A polymath is a person of great and varied learning. The German writer Goethe was a polymath; his IQ has been estimated at 210, which would have been the highest ever recorded.
Fred Steven "Skip Heller is also a polymath. Musically omnivorous and pan-culturally aware, Skip Heller speaks with equal authority and enthusiasm on subjects as disparate as all of American music, baseball, women's professional basketball, culture, politics, poetics... just whatever catches his fancy and convinces him to immerse himself. To simply say that Heller is an interesting fellow is to horribly minimize his importance. Those words do not begin to describe his tremendous musical intellect.
Heller has recently released his most satisfying collection to date. Liberal Dose captures a collection of all-original material live in Huntsville, Alabama with a local rhythm section. This is fantastic because of how well the group gels with what ostensibly ought to be little available practice time. However, that's what jazz has always been about: music professionals at the top of their form coming together and practicing their craft seamlessly.
Liberal Dose contains original compositions and arrangements that all tell a story. "Meydele (Dorem Khosene) was a wedding march commissioned of Heller that "mutated into a Mickey Katz-arranges-Hebraic-melodies -for-Grant Green -and-Big- John-Patton juggernaut that begins plaintively, transforming into a molten funk-fest that concludes with a quotation from Stevie Wonder's "Sir Duke. Heller solos amply and allows Chris Spies the same favor, adding tasty comps behind the organist.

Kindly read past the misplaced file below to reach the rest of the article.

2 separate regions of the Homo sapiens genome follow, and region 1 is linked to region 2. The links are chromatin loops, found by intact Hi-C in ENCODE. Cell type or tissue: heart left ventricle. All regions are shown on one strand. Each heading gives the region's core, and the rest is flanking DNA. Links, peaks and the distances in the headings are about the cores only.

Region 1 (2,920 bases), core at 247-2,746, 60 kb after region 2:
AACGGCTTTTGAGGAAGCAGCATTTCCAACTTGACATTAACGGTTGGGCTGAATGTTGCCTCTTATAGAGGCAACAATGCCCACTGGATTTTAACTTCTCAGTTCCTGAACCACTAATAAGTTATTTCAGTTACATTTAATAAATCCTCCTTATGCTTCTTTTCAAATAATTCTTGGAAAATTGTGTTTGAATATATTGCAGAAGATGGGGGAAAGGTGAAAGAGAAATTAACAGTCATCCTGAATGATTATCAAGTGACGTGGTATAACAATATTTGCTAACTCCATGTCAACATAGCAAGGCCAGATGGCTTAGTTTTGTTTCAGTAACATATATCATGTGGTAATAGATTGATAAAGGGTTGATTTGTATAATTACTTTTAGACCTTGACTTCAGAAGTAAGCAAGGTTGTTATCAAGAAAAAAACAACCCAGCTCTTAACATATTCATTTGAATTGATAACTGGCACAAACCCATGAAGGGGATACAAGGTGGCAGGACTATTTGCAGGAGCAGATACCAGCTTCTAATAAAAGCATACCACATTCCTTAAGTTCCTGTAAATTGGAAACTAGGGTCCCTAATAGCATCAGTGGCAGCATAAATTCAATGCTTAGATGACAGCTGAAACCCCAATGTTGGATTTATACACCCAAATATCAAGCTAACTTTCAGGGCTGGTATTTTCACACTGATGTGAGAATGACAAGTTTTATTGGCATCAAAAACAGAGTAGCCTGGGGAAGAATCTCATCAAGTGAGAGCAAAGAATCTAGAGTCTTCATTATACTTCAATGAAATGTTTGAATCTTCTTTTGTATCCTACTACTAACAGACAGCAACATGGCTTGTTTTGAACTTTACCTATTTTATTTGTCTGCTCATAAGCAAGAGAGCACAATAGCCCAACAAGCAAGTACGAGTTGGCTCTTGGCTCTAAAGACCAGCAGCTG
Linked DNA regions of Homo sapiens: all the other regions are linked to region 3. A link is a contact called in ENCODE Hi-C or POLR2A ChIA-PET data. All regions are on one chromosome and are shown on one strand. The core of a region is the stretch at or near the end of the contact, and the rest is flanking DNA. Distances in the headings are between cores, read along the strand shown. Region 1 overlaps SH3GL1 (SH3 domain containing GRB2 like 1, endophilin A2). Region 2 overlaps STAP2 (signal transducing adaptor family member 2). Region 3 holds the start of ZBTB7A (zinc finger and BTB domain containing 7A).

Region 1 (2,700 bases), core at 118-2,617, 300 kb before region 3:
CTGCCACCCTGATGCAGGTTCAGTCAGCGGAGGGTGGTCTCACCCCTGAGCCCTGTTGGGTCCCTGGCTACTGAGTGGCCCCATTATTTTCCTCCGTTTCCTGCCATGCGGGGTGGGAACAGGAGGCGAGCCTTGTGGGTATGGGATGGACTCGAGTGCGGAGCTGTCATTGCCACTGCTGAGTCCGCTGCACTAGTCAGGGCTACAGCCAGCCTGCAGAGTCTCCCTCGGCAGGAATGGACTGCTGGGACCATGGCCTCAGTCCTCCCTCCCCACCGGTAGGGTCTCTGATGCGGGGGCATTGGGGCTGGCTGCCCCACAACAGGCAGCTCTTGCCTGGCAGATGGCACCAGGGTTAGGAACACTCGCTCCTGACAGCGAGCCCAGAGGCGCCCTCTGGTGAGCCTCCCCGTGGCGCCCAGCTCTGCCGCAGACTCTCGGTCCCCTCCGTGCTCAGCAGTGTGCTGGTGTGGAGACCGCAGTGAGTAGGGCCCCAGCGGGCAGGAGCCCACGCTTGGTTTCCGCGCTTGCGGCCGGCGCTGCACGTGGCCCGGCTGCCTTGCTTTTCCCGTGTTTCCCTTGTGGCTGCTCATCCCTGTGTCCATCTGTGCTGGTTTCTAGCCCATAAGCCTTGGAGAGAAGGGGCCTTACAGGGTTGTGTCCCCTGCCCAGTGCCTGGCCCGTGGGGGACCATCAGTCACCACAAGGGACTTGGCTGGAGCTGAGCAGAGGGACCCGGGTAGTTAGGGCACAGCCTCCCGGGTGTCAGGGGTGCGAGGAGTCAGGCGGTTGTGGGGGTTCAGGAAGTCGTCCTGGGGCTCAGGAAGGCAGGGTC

Heller continues his Jewish merrymaking with a totally revamped performance of the Funeral March from Gustav Mahler's Fifth Symphony. The material was originally recorded by Heller in 2001 and released on Homegoing (Innova, 2002). Heller has sharpened his point and driven it through the heart of klezmer cum blues to produce a dizzying cultural collision that works perfectly. What a kick that Alabama audience must have gotten!
Dave Alvin, written for Heller's colleague and mentor, the leader of the Blasters, is a Muscle Shoals delight, full of the soul and want of the best that Aretha, Otis, and Wilson had to offer. "(The Lonesome Death of) Emily Remler pays plaintive tribute to that late jazz artist in a starkly naked way. On the final two cuts, "McMansion on the Hill and "President "Guitar Watson, Heller unleashes all of his creative pathos, delivering highly charged performances with a political edge. Liberal Dose is the best I have heard by the enigmatic Heller so far, but doubtless there will be more. This polymath simply cannot contain himself.